ache with bitter disappointment over the results of the
zo. Several Normal girls and otherwises. in spite of
n- A N,
ffl: f' .
yt f if 3
' KW, I
,f2X'ff'f:il -- lv ij-,-iii! I,
i tx QQi1'f"Awn'- TAXI' ' Q , .-.--is --L
it A -5- -We -e f or
1 "X " ., 1 iq t-.Xt .. ,XL ,
li 1-'-'Mv 'f. ' inafkxkxwm f 'Q 2 fst- 0 YN
I : fe :QQ
-1-.1N.:1qnl V. 5,15
Q if 5
! ,Biff , l I 1
3 X Mfg' fl li ll . 1. .
X ff! , lg l the holiness of the Sabbath, spend a pleasant day on
jf f- the road between DeKalb and Paw Paw. Ask the
5 I MS f WWII otherwises how many "Diamonds" were smoked.
X , X XQQXFQX, l W lj 21. Mr. Keith's " affliction" cards out.
ii xg 1 -f 24. L-v- and M-z- in visiting some of the interesting
X. M 54 places in De Kalb accidentally Cl stumble into the jail.
REB oN'-Jtlxfl an cf f 1 The think ustice Orr a ver leasant man, es ecially
Z in Y Y P P
ld Sigue URW
18. Misses Hoaglin and Potter prevail upon us all to
attend the game to be held the following day and to
take customary wind-pipes.
19. With great hopes of victory our boys don their
suits, confidently expecting to capture the scalps of the
H. S. Normalites are out in force and blow their horns
until their lungs are blistered, throats sore and hearts
,,..,.,,.,..,.,,,,.,..-...a-5-.,. ,war-Qs' m-ms-f v-v-T-11-env ..- - -rf-s---'ww---H-'-V'
25. The Glee and Mandolin Clubs make their ,first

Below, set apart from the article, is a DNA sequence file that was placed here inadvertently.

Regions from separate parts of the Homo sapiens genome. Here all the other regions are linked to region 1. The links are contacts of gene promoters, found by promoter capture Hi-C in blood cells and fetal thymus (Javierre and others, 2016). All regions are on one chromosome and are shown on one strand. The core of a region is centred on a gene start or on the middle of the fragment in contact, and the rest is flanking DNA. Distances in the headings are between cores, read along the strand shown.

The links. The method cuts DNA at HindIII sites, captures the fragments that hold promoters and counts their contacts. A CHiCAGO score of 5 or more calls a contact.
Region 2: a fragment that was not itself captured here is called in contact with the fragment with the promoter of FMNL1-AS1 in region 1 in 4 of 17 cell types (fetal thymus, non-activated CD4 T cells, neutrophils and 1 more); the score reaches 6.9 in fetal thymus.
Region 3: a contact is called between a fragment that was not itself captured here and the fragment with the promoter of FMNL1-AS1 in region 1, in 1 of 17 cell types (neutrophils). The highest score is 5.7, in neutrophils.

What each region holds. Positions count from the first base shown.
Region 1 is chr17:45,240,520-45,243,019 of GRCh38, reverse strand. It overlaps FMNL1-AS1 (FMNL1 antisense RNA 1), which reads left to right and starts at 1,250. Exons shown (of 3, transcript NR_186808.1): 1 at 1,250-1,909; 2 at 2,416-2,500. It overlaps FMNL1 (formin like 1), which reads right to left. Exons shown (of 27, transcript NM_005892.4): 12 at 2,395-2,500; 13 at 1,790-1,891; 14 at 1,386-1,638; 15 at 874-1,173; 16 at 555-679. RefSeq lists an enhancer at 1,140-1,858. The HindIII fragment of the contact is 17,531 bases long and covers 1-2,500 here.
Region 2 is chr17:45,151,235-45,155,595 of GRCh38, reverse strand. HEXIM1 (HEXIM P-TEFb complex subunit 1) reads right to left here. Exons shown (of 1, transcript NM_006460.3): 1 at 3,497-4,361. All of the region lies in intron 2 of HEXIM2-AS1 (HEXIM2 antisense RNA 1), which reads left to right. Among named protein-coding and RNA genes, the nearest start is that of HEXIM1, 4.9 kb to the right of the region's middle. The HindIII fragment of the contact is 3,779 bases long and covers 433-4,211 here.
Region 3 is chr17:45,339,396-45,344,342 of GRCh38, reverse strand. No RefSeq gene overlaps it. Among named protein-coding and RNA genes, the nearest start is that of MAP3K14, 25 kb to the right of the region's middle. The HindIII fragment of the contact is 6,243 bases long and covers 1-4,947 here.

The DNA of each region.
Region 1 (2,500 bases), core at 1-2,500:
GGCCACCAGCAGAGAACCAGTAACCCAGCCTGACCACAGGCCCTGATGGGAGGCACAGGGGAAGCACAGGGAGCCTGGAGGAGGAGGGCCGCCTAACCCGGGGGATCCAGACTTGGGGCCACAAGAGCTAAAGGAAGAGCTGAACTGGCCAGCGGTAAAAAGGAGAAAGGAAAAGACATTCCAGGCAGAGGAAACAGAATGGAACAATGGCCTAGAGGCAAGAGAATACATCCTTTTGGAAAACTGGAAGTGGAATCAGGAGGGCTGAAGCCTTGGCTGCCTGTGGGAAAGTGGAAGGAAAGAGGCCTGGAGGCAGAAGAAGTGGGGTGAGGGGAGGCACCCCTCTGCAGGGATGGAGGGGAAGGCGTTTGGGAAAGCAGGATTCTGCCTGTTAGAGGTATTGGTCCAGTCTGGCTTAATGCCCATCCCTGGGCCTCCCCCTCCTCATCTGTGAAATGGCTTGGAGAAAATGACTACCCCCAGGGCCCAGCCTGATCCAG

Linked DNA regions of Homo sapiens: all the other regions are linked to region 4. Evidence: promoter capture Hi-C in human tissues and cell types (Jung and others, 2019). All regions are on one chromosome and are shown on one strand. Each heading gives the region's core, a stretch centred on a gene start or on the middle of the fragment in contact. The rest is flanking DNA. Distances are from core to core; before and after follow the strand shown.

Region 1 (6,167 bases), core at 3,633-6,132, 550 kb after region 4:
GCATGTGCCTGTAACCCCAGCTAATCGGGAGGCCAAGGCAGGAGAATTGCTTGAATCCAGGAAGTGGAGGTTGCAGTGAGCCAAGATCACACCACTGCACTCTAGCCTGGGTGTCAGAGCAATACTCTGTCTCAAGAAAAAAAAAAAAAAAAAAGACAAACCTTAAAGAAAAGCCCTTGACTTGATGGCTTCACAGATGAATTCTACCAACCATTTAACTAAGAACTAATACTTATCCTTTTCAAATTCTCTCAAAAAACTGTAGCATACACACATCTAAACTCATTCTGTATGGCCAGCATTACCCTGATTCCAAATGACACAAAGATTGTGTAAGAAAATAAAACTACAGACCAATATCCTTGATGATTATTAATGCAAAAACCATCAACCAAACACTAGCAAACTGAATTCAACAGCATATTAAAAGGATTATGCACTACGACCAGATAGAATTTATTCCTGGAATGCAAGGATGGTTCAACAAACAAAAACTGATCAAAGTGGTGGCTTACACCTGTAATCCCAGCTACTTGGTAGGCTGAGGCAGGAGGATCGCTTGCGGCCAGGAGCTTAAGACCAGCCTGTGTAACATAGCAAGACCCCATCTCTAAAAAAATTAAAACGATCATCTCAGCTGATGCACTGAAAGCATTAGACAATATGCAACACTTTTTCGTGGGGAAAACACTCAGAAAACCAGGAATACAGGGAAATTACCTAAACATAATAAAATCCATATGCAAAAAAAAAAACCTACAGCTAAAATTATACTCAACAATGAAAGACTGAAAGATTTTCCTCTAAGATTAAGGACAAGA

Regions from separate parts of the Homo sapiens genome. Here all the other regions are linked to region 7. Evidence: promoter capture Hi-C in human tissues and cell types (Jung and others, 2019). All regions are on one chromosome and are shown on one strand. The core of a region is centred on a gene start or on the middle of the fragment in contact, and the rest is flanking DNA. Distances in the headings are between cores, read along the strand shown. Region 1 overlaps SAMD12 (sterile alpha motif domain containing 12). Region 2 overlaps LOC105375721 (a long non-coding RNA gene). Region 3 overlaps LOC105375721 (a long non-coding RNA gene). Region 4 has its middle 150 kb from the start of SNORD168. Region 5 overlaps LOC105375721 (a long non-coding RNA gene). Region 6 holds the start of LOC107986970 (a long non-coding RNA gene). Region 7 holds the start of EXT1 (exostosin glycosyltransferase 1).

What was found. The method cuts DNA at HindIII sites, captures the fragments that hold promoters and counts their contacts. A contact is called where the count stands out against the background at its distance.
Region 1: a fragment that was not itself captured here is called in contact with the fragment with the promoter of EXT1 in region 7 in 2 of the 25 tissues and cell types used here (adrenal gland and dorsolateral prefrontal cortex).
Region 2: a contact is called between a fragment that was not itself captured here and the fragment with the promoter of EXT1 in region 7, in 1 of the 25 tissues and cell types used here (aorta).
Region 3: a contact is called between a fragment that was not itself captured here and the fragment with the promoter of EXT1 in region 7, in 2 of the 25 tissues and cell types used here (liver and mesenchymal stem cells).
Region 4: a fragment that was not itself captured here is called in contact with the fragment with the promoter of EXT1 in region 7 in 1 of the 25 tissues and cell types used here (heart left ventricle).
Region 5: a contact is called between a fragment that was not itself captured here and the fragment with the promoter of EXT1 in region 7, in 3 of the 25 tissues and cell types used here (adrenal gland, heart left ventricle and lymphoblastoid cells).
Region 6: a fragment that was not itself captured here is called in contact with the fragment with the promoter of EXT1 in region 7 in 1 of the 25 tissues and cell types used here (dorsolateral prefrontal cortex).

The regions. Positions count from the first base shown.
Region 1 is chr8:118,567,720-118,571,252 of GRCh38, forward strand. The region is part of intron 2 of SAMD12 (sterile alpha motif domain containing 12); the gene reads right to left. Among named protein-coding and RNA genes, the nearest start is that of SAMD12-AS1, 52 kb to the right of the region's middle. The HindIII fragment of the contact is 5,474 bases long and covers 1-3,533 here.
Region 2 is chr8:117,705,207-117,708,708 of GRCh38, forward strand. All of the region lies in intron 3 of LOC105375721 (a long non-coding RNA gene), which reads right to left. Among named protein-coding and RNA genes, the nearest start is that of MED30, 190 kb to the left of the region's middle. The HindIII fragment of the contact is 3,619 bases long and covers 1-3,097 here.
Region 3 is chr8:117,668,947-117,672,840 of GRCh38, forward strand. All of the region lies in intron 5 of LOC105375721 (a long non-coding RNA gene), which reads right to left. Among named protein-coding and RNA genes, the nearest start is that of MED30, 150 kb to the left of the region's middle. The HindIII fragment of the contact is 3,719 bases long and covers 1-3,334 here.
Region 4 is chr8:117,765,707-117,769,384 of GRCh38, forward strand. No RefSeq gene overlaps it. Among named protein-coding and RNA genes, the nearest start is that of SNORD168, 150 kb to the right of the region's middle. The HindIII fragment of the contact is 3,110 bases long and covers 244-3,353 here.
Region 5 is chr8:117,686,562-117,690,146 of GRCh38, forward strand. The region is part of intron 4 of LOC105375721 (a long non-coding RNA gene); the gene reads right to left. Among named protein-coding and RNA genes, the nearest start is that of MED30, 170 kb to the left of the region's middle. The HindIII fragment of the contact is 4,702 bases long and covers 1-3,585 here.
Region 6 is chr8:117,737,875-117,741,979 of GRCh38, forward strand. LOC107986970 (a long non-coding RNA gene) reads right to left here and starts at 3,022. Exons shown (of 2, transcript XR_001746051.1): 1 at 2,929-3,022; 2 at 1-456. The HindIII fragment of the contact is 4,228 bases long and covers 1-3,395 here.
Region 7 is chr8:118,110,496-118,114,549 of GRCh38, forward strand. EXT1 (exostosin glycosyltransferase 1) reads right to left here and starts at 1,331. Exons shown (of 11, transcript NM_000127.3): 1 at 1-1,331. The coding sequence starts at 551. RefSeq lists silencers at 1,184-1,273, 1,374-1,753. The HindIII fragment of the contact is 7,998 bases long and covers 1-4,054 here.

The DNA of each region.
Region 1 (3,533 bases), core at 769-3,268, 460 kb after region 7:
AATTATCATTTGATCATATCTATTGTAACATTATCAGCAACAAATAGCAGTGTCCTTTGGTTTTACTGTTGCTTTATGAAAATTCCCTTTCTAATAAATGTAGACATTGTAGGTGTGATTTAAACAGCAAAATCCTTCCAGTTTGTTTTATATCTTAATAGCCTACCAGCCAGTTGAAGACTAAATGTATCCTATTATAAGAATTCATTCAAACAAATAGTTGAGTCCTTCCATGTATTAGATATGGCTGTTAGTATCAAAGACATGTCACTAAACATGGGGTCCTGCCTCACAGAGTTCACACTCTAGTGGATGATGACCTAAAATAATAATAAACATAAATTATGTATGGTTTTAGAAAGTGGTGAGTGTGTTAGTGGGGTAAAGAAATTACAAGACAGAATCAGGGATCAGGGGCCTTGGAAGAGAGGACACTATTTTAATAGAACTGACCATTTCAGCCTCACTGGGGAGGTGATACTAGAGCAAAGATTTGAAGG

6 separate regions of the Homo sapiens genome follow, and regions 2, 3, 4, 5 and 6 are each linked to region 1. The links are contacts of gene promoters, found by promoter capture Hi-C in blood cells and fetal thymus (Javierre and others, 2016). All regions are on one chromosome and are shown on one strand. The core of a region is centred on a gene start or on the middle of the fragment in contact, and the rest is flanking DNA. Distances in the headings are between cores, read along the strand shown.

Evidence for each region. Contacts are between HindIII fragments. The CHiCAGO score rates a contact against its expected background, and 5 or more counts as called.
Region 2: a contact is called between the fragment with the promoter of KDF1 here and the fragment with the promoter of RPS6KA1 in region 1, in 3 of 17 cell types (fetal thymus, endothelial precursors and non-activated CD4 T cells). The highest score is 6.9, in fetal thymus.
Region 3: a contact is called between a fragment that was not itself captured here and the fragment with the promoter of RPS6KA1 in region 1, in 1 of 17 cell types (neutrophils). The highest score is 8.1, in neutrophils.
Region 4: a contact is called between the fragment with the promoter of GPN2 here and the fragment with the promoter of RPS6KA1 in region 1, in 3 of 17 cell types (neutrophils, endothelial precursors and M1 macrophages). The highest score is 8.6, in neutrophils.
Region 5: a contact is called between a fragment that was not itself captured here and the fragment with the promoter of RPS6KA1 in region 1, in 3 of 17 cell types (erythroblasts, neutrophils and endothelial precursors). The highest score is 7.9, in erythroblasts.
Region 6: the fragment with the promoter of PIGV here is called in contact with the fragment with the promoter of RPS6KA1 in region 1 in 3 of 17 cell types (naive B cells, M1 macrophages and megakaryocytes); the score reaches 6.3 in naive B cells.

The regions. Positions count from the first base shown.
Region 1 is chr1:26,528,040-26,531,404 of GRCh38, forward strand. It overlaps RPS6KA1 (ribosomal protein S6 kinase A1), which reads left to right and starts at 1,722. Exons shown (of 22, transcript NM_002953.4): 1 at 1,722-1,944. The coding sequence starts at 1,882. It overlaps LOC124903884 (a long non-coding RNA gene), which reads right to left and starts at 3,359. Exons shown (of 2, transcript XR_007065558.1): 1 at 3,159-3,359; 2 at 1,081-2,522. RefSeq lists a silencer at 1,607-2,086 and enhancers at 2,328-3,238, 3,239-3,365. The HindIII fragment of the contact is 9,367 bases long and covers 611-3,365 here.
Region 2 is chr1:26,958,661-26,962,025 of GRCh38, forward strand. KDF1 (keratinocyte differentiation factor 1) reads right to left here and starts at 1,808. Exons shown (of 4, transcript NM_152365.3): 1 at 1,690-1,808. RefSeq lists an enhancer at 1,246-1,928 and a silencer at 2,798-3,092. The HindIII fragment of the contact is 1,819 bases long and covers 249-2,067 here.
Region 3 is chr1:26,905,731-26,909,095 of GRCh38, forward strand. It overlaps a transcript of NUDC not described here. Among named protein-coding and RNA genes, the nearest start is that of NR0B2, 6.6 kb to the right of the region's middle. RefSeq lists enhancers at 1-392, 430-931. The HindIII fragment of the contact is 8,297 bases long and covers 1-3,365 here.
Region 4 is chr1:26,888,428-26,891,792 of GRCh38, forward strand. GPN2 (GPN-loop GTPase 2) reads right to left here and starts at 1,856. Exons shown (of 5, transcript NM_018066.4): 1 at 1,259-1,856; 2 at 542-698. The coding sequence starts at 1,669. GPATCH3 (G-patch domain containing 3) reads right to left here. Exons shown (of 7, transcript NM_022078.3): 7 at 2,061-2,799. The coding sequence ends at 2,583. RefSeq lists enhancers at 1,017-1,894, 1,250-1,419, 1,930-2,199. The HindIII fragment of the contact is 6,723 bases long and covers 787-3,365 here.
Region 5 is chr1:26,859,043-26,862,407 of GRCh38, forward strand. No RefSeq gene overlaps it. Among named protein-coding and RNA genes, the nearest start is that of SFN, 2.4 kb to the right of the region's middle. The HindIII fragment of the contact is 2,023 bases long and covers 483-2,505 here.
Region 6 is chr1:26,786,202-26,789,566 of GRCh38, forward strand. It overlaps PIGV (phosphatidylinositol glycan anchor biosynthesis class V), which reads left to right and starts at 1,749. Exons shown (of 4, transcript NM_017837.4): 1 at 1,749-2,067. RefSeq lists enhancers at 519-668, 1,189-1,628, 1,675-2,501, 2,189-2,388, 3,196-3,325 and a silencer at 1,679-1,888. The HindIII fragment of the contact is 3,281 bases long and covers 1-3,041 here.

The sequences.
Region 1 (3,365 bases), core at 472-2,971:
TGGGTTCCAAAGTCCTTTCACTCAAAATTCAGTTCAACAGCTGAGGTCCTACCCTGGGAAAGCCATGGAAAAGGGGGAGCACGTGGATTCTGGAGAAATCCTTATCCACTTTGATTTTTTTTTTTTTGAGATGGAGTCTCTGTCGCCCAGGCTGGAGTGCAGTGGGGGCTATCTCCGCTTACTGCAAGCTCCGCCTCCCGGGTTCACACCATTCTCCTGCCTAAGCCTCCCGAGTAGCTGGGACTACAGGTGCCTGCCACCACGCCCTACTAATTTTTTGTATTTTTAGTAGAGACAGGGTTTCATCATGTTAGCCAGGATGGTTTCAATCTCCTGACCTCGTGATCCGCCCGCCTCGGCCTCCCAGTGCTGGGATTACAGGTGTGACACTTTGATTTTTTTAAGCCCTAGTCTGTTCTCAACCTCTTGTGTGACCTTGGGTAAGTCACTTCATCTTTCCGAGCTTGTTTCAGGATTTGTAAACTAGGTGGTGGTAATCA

financial venture. They perform to a full Ui house at
Malta, and come home with less money and more ex-
26. A few more of our Normal wises and others take a
trip to "Miller Farm." They start with the crow of the
rooster and return with the crow of the same. Their
object was " fishing."
30. faj Memorial Day. Half-day holiday. Qbj The
f.....a --,...f.-m . 1.-mm
THE NORT1-IER I59
Norther Program. fcj Mr. Keith already somewhat
nervous. He assembles his class for a critique, but
finally comes to himself and states "that the children
did not attend school that day."
1. Glee and Mandolin Clubs once more try the finan-
cial venture. They fare no better, but have a hilarious
time and enjoy "the light fantastic."
2. Once more and for the last time our boys play
ball. They put up a Ene game and win, the score being
I2 to 8.
3. The closing Y. M. and Y. W. C. A. meeting.
4. Kal Superintendents visit us in quest of teachers.
Four of the sixteen Seniors are called out at one time.
fbj Mr. Keith positively makes his last appearance upon
the stage as a single man. He is more nervous, but